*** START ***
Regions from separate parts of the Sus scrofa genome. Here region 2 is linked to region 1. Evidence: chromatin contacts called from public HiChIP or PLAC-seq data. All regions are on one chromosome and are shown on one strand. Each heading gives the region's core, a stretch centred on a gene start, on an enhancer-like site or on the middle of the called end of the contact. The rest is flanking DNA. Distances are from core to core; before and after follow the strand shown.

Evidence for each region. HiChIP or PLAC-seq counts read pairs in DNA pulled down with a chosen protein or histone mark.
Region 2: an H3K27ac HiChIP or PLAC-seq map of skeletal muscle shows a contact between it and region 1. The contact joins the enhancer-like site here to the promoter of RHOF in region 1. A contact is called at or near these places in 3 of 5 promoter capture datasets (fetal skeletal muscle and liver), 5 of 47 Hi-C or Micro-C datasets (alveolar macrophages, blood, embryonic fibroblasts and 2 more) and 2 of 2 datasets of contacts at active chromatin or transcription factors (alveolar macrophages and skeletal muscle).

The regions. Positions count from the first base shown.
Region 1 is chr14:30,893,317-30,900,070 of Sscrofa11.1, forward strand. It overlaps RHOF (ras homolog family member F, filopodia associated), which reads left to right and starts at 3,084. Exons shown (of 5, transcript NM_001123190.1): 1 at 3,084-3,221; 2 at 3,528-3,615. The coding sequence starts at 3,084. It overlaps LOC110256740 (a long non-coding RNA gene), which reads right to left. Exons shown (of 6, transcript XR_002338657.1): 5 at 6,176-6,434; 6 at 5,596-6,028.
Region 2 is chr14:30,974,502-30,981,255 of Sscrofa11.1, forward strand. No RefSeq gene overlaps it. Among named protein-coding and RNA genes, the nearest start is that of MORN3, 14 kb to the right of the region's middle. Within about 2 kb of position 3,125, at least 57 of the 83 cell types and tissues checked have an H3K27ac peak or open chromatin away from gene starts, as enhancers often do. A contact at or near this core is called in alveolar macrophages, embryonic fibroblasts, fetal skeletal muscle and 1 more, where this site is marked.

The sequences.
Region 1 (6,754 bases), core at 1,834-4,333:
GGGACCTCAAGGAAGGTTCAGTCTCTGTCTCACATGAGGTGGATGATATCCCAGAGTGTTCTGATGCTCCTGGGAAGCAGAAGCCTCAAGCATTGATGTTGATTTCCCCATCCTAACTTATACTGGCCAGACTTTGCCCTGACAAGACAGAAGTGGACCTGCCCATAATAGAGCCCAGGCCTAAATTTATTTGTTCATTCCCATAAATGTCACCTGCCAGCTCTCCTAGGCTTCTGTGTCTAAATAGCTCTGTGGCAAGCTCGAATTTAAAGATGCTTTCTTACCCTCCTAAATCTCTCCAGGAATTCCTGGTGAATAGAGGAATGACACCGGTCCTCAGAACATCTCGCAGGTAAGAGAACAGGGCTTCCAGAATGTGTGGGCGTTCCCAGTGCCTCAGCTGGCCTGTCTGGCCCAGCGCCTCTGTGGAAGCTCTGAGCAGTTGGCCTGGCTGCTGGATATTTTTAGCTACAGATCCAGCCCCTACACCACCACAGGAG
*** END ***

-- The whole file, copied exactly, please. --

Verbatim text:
Regions from separate parts of the Sus scrofa genome. Here region 2 is linked to region 1. Evidence: chromatin contacts called from public HiChIP or PLAC-seq data. All regions are on one chromosome and are shown on one strand. Each heading gives the region's core, a stretch centred on a gene start, on an enhancer-like site or on the middle of the called end of the contact. The rest is flanking DNA. Distances are from core to core; before and after follow the strand shown.

Evidence for each region. HiChIP or PLAC-seq counts read pairs in DNA pulled down with a chosen protein or histone mark.
Region 2: an H3K27ac HiChIP or PLAC-seq map of skeletal muscle shows a contact between it and region 1. The contact joins the enhancer-like site here to the promoter of RHOF in region 1. A contact is called at or near these places in 3 of 5 promoter capture datasets (fetal skeletal muscle and liver), 5 of 47 Hi-C or Micro-C datasets (alveolar macrophages, blood, embryonic fibroblasts and 2 more) and 2 of 2 datasets of contacts at active chromatin or transcription factors (alveolar macrophages and skeletal muscle).

The regions. Positions count from the first base shown.
Region 1 is chr14:30,893,317-30,900,070 of Sscrofa11.1, forward strand. It overlaps RHOF (ras homolog family member F, filopodia associated), which reads left to right and starts at 3,084. Exons shown (of 5, transcript NM_001123190.1): 1 at 3,084-3,221; 2 at 3,528-3,615. The coding sequence starts at 3,084. It overlaps LOC110256740 (a long non-coding RNA gene), which reads right to left. Exons shown (of 6, transcript XR_002338657.1): 5 at 6,176-6,434; 6 at 5,596-6,028.
Region 2 is chr14:30,974,502-30,981,255 of Sscrofa11.1, forward strand. No RefSeq gene overlaps it. Among named protein-coding and RNA genes, the nearest start is that of MORN3, 14 kb to the right of the region's middle. Within about 2 kb of position 3,125, at least 57 of the 83 cell types and tissues checked have an H3K27ac peak or open chromatin away from gene starts, as enhancers often do. A contact at or near this core is called in alveolar macrophages, embryonic fibroblasts, fetal skeletal muscle and 1 more, where this site is marked.

The sequences.
Region 1 (6,754 bases), core at 1,834-4,333:
GGGACCTCAAGGAAGGTTCAGTCTCTGTCTCACATGAGGTGGATGATATCCCAGAGTGTTCTGATGCTCCTGGGAAGCAGAAGCCTCAAGCATTGATGTTGATTTCCCCATCCTAACTTATACTGGCCAGACTTTGCCCTGACAAGACAGAAGTGGACCTGCCCATAATAGAGCCCAGGCCTAAATTTATTTGTTCATTCCCATAAATGTCACCTGCCAGCTCTCCTAGGCTTCTGTGTCTAAATAGCTCTGTGGCAAGCTCGAATTTAAAGATGCTTTCTTACCCTCCTAAATCTCTCCAGGAATTCCTGGTGAATAGAGGAATGACACCGGTCCTCAGAACATCTCGCAGGTAAGAGAACAGGGCTTCCAGAATGTGTGGGCGTTCCCAGTGCCTCAGCTGGCCTGTCTGGCCCAGCGCCTCTGTGGAAGCTCTGAGCAGTTGGCCTGGCTGCTGGATATTTTTAGCTACAGATCCAGCCCCTACACCACCACAGGAG